16 August 2017

Socialism – not oil prices – is to blame for Venezuela’s woes

By Kristian Niemietz

So the Left is finally talking about Venezuela again. That is a good thing. For about a decade, large sections of the Left were in the grip of Venezuelamania. We would not hear the end of it. Venezuela’s version of socialism was their shining example, the model which the rest of the world should emulate.

When the country’s meltdown could no longer be denied, they dropped it like a hot potato. And a long period of silence ensued. But recent events have forced the issue back on the agenda again.

The responses vary. Commentators on the Stalinist Left now sound like a copy of the Pravda from the 1930s, fabulating about saboteurs and counter-revolutionaries undermining the economy. The more media-savvy sections of the Left, however, realise that they are unlikely to win many people over if they sound too much like the villain in a Cold War movie.

So they have adopted a more innocuous-sounding line, blaming Venezuela’s woes primarily on the decline in oil prices. Of course, Venezuela is doing badly, they argue. Any economy that is so dependent on commodity prices would do badly under those circumstances. It has nothing to do with socialism.

It sounds superficially plausible. But do you remember which prominent Chavista said this during the oil price boom:

“Of course Venezuela is doing well. Any economy that is so dependent on commodity prices would do well under those circumstances. It has nothing to do with socialism.”

You guessed right: none of them. Oil prices lead a double life in the Chavista-Corbynista mindset. When oil prices skyrocket, the ensuing boom is proof that social works, but when they fall again, the ensuing decline has nothing to do with socialism.

It is true that low oil prices would hurt Venezuela’s economy. But here’s the thing: we don’t currently have low oil prices. We had abnormally high oil prices in the decade leading up to 2014/15. Oil prices have not “collapsed”. They have merely reverted to a level which is more in line with the long-term average. More precisely, they are back (in real terms) to where they were in 2004, about the time when Venezuelamania started. And they are still noticeably higher than they were in the two decades before then.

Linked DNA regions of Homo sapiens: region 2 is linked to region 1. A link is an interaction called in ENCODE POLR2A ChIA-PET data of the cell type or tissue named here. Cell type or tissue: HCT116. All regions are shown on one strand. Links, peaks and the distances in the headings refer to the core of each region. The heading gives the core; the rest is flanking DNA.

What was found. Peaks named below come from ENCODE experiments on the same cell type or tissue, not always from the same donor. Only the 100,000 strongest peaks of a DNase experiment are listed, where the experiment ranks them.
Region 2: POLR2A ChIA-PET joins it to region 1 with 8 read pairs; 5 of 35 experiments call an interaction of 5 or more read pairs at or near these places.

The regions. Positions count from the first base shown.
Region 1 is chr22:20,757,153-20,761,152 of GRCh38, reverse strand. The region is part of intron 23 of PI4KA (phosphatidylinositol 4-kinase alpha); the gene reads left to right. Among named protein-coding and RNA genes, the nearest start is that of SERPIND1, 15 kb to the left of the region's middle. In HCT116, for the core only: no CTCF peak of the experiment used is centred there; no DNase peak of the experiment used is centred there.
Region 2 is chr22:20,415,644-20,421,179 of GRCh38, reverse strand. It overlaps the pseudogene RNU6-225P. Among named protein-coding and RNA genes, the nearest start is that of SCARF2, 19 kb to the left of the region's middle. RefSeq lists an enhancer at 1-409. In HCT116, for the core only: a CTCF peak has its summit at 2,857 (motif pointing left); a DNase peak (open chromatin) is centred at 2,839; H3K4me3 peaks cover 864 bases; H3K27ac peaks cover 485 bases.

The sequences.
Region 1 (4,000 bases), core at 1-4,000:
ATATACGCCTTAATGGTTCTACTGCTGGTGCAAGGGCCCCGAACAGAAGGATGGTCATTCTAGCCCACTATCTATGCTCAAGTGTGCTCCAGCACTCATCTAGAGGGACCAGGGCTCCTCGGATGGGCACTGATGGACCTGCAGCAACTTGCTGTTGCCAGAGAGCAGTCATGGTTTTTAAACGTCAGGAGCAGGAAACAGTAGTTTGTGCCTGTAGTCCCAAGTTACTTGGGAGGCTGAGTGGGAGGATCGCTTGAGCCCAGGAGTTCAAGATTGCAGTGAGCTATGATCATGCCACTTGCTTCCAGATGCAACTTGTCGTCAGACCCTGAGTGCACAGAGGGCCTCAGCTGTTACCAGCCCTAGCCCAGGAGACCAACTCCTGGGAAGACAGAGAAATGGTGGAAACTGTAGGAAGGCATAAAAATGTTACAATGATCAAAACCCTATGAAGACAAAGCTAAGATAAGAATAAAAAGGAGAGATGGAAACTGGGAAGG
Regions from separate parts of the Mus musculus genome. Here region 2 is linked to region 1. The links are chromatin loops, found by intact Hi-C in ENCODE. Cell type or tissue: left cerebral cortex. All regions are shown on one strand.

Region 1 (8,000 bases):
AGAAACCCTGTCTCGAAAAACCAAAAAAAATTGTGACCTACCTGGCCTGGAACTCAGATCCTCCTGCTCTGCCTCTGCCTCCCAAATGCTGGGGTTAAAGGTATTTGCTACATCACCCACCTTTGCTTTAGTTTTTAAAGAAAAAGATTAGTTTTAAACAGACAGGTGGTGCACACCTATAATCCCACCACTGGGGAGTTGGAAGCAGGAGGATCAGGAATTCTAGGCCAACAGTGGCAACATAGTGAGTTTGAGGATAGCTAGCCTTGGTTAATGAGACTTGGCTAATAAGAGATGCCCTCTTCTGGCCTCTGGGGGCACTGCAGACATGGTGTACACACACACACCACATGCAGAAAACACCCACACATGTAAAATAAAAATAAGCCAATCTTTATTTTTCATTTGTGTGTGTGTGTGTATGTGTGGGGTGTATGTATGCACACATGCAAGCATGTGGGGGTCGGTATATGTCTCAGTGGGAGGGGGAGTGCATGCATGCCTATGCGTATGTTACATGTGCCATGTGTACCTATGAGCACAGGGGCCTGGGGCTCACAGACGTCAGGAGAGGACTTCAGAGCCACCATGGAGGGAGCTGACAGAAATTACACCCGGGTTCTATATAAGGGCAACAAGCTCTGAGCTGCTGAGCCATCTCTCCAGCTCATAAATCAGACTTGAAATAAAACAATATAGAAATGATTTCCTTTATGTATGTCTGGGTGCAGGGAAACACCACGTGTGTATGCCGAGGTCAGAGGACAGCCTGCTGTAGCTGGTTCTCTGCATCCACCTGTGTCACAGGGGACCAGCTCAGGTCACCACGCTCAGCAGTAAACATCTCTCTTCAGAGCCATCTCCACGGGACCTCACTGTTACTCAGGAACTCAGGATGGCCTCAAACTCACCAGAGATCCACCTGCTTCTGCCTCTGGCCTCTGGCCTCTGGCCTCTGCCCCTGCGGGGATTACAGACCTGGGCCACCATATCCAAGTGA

Perhaps more important, though, the problems that we commonly associate with Venezuela, especially shortages of basic essentials like food and medicine, predate the drop in oil prices. Take this description:

“…of milk, eggs, sugar and cooking oil there was no sign. Where were they? … Welcome to Venezuela, a booming economy with a difference. Food shortages are plaguing the country at the same time that oil revenues are driving a spending splurge … Milk has all but vanished from shops… eggs and sugar are also a memory.”

This is from a Guardian article, published in 2007 – when oil prices were about to reach their historic all-time peak. Or this one, from a year before the drop in oil prices:

“…food shortages in Venezuela have not only peaked but they have lasted longer than ever. … Venezuela’s central bank … has been publishing a scarcity index … [It] puts this year’s figure at [a level which] is similar to countries undergoing civil strife or war-like conditions.”

There are a handful of alternative history novels in which the fall of the Berlin Wall never happens, and the German Democratic Republic still exists today. It is a fascinating thought experiment, but the authors all face a problem in creating that backdrop: when the Wall fell, the GDR was not just politically, but also economically finished. How do you get around this, if you want your alternative history to be at least somewhat plausible?

Two authors have found a simple, but seemingly effective solution: in their version, the GDR regime discovers oil reserves just off the Baltic coast. The GDR is soon swamped with petrodollars; it becomes a socialist, Northern European version of Saudi Arabia.

The authors’ thinking must have been: “Let’s just give them oil reserves. Surely oil revenue can make any economy work, even a socialist one.”

I like the idea. But Venezuela’s experience shows that the authors were over-optimistic.

Socialists have always argued that socialism will eventually work, it just needs the right circumstances. They are now effectively saying:

“Of course socialism works. All you need is the world’s largest proven oil reserves, the longest oil price boom in history, and the highest oil price level ever recorded in history. That boom must obviously go on forever. Even then, you will have constant shortages of food, medicines and other basic essentials. But on the plus side, you will have Western intellectuals lining up to tell you how lucky you are.”

It doesn’t quite cut the mustard, does it?

Kristian Niemietz is Head of Health and Welfare at the Institute of Economic Affairs